Painting As Passion

Painting as passion
Painting, after some success, can quickly become an obsession. It sure has for me!
Painting as passion: Tea House in San Francisco
I recently dove back into using watercolors after about a twelve month love affair with acrylics and collage and now I-just-can’t-stop. I’ve been painting flowers and more flowers. I have created an inside garden complete with flowers that probably wouldn’t even grow in my actual, outside garden. This can be dangerous. The laundry, dishes, and floors have completely been neglected. My email goes unanswered. My family can survive on frozen pizzas and other convenience foods for only so long! I have been bitten by the painting bug and have come down with a severe case of painting fever.
watercolor flowers
This seems to happen to creative people. We can go days, months, and even years without succumbing to our creative work, but when the passion and obsession strikes we can become very prolific and completely consumed by our creative work. This can be very difficult to reconcile with the demands of a small child and the obligations and responsibilities that come with being a Stay-At-Home-Mom. I cannot hide in my studio or concentrate on what I am doing for long periods of time like I did before my daughter was born. At this stage, she is usually redecorating my studio while I paint or, trying to stick a paintbrush in the dog’s mouth.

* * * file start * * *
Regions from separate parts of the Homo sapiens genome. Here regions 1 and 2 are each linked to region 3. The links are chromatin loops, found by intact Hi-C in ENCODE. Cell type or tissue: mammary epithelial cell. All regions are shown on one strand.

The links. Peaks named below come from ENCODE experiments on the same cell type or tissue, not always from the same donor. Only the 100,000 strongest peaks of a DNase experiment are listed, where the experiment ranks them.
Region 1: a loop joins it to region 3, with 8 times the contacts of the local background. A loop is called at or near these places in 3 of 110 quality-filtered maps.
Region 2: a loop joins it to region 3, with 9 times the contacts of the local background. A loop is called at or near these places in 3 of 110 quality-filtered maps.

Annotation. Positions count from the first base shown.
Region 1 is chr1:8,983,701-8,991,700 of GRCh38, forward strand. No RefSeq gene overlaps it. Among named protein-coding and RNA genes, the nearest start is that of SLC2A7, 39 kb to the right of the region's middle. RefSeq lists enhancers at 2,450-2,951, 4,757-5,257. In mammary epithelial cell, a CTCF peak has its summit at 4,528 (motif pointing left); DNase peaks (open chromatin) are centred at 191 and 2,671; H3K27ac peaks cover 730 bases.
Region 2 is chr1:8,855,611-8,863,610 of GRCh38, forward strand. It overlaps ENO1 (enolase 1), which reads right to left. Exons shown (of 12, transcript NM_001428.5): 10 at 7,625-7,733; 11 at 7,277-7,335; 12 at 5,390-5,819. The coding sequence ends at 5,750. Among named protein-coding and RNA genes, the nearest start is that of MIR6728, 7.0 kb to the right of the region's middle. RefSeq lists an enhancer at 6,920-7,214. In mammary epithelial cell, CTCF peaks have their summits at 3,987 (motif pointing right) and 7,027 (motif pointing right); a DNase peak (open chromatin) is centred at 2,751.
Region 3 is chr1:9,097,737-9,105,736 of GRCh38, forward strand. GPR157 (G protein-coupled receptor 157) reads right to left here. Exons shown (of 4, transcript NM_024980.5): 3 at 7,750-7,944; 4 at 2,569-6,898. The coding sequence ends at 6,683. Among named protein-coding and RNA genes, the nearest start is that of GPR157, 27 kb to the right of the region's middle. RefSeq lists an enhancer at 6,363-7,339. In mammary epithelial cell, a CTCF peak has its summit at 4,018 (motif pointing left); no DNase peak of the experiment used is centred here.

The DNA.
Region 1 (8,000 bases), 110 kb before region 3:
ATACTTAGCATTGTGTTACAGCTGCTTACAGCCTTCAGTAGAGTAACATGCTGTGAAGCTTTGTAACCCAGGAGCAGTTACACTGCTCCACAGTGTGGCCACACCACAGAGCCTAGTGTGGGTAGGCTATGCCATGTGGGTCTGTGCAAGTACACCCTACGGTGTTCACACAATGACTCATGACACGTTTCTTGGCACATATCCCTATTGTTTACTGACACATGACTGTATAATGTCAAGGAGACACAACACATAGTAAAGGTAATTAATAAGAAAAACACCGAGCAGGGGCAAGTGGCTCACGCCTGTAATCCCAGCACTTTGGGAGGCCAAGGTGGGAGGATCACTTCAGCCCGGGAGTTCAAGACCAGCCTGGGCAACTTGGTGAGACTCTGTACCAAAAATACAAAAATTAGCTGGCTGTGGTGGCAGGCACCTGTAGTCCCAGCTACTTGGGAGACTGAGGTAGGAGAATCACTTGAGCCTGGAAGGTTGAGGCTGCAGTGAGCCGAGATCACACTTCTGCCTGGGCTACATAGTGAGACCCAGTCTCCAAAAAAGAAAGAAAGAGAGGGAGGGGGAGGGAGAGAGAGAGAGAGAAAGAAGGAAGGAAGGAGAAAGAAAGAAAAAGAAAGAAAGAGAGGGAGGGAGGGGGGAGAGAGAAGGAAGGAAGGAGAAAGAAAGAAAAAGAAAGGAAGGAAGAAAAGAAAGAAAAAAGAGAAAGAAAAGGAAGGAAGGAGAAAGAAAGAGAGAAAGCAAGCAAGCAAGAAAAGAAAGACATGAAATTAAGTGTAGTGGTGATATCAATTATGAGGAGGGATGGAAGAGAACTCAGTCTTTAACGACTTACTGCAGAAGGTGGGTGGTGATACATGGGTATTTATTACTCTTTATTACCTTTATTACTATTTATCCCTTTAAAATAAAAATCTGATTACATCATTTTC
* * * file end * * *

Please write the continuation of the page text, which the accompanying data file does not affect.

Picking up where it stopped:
watercolor blanket flower
Watercolors are terrific for this mode of painting because if the paints dry out while I am wrestling my most-loved paintbrush from the dog’s mouth, I can just add water and be back in business in no time. I often paint while my daughter is napping or has gone to bed for the night. I spend quite a bit of my day lost in thought about what to paint next, which color to use, or if my painting would benefit from some pen and ink details.  I can only hope my daughter doesn’t notice my distracted interactions or, even better, I hope she will grow up and find something that she can be just as passionate about.